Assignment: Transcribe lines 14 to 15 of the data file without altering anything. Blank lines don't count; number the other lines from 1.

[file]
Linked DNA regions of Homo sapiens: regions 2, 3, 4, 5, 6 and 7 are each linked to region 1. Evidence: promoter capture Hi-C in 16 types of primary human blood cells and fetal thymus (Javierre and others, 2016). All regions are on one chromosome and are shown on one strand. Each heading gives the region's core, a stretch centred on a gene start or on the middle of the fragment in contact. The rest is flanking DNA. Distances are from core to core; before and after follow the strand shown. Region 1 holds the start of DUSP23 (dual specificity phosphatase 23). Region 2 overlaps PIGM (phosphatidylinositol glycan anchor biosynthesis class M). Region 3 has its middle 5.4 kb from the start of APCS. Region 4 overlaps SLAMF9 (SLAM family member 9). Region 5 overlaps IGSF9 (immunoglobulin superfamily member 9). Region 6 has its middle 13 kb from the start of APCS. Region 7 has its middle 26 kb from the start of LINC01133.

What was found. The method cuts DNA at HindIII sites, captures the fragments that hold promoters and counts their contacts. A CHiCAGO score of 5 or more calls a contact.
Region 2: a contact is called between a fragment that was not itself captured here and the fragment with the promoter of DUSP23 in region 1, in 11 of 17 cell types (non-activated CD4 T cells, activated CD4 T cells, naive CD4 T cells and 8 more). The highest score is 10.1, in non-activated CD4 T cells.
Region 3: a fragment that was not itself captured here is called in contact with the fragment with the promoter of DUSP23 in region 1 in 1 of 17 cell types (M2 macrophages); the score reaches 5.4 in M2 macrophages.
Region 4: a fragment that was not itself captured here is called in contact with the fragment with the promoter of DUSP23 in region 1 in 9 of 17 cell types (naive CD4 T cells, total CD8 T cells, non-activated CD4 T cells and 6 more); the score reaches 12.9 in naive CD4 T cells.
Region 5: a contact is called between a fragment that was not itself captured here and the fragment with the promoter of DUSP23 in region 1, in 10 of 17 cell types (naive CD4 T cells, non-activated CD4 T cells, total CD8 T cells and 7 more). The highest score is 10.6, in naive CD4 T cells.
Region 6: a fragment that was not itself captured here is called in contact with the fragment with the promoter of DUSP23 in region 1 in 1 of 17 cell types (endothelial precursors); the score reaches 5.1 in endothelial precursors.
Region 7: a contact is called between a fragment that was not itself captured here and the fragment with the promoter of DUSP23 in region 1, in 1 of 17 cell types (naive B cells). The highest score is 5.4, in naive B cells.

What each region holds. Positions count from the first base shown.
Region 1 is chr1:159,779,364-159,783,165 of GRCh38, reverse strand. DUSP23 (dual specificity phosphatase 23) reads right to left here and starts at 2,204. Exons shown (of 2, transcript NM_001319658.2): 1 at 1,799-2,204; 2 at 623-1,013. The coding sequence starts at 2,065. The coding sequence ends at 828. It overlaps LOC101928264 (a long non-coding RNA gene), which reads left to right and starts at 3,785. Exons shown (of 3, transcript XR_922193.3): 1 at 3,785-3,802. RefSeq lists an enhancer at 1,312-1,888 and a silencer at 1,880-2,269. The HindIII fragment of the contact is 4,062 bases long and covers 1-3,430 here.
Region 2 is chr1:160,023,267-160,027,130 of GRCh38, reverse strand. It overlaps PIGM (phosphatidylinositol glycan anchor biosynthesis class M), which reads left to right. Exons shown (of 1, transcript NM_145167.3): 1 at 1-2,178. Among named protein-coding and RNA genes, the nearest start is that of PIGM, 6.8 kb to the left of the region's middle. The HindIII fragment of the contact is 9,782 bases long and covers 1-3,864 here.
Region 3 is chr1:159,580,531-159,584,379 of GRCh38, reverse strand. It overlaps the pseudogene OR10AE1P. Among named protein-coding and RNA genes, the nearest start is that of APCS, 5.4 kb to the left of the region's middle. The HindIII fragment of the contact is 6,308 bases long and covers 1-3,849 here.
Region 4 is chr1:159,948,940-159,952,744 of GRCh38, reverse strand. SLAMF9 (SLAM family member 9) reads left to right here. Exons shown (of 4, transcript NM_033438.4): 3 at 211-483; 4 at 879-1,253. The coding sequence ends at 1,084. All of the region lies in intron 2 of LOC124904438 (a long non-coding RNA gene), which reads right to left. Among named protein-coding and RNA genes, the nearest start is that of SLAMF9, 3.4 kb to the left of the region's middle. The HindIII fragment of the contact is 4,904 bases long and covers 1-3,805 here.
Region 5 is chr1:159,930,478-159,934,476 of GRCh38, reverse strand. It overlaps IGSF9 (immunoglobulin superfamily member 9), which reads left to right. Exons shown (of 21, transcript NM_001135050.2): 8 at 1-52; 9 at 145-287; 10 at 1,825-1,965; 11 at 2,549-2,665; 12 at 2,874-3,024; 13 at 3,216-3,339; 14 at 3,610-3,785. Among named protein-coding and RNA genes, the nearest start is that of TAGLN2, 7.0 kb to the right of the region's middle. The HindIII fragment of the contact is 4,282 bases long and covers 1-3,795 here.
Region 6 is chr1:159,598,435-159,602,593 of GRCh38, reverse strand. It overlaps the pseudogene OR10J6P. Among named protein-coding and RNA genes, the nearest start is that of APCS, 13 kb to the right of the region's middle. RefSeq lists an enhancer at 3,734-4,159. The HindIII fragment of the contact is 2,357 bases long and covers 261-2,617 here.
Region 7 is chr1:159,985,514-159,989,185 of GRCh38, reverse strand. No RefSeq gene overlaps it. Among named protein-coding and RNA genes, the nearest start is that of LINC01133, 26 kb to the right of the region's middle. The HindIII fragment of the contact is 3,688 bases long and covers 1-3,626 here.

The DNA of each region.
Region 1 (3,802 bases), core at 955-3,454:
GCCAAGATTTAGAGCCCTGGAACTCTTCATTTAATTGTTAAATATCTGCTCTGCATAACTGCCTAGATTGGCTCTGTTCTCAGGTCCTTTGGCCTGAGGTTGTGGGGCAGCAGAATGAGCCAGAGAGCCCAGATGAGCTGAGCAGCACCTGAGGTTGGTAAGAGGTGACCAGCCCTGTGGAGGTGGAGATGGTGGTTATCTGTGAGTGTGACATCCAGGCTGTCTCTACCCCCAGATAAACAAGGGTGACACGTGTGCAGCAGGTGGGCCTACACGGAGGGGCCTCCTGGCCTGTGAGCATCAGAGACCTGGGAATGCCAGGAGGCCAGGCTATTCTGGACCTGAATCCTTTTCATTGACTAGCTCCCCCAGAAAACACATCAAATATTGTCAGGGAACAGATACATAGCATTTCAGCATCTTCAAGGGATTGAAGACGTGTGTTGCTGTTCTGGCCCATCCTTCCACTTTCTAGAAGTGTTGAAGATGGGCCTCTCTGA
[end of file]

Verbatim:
Region 5 is chr1:159,930,478-159,934,476 of GRCh38, reverse strand. It overlaps IGSF9 (immunoglobulin superfamily member 9), which reads left to right. Exons shown (of 21, transcript NM_001135050.2): 8 at 1-52; 9 at 145-287; 10 at 1,825-1,965; 11 at 2,549-2,665; 12 at 2,874-3,024; 13 at 3,216-3,339; 14 at 3,610-3,785. Among named protein-coding and RNA genes, the nearest start is that of TAGLN2, 7.0 kb to the right of the region's middle. The HindIII fragment of the contact is 4,282 bases long and covers 1-3,795 here.
Region 6 is chr1:159,598,435-159,602,593 of GRCh38, reverse strand. It overlaps the pseudogene OR10J6P. Among named protein-coding and RNA genes, the nearest start is that of APCS, 13 kb to the right of the region's middle. RefSeq lists an enhancer at 3,734-4,159. The HindIII fragment of the contact is 2,357 bases long and covers 261-2,617 here.